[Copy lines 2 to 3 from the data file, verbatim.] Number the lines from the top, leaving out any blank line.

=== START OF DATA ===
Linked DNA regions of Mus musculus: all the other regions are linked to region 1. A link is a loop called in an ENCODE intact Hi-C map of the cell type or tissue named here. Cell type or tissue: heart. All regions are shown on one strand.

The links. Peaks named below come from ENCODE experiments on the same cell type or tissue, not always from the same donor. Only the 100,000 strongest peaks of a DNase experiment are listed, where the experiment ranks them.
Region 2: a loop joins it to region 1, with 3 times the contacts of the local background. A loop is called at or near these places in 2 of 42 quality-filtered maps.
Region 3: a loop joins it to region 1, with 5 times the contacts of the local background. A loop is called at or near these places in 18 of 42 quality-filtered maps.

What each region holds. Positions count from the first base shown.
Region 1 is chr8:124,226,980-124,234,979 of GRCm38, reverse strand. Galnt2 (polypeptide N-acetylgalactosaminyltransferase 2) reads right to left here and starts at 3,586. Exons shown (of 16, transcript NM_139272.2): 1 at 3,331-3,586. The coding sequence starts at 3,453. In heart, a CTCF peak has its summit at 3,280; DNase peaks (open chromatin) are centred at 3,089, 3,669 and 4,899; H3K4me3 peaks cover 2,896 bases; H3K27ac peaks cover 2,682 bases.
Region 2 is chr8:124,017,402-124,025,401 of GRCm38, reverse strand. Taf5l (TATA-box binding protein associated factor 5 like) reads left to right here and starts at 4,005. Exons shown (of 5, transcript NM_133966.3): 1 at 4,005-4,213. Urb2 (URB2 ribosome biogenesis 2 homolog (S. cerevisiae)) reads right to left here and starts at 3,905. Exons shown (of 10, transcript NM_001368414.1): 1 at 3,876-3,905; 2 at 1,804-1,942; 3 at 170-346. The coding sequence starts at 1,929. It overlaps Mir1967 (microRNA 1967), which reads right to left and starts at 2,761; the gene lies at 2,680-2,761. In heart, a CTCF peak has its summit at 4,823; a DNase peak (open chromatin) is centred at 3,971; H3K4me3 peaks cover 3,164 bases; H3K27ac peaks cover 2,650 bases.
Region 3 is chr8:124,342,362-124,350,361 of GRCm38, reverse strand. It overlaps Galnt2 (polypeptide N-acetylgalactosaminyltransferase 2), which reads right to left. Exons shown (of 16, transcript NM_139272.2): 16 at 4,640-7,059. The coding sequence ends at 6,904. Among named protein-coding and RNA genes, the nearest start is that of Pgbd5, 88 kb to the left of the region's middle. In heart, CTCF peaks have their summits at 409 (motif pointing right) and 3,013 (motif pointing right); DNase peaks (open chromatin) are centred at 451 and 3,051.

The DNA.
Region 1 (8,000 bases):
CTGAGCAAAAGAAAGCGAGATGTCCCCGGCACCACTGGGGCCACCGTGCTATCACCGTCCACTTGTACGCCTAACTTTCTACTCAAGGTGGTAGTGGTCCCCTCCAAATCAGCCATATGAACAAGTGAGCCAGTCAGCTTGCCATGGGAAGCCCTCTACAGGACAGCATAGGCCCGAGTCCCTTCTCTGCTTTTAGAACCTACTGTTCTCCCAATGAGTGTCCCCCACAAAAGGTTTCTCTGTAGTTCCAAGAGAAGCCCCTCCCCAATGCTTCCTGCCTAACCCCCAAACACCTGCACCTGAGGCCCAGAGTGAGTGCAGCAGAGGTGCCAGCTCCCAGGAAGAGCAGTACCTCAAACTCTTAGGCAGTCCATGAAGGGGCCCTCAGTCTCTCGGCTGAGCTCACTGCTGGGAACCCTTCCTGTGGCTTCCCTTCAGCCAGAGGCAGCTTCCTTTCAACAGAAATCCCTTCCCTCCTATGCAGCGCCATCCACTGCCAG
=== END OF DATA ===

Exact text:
The links. Peaks named below come from ENCODE experiments on the same cell type or tissue, not always from the same donor. Only the 100,000 strongest peaks of a DNase experiment are listed, where the experiment ranks them.
Region 2: a loop joins it to region 1, with 3 times the contacts of the local background. A loop is called at or near these places in 2 of 42 quality-filtered maps.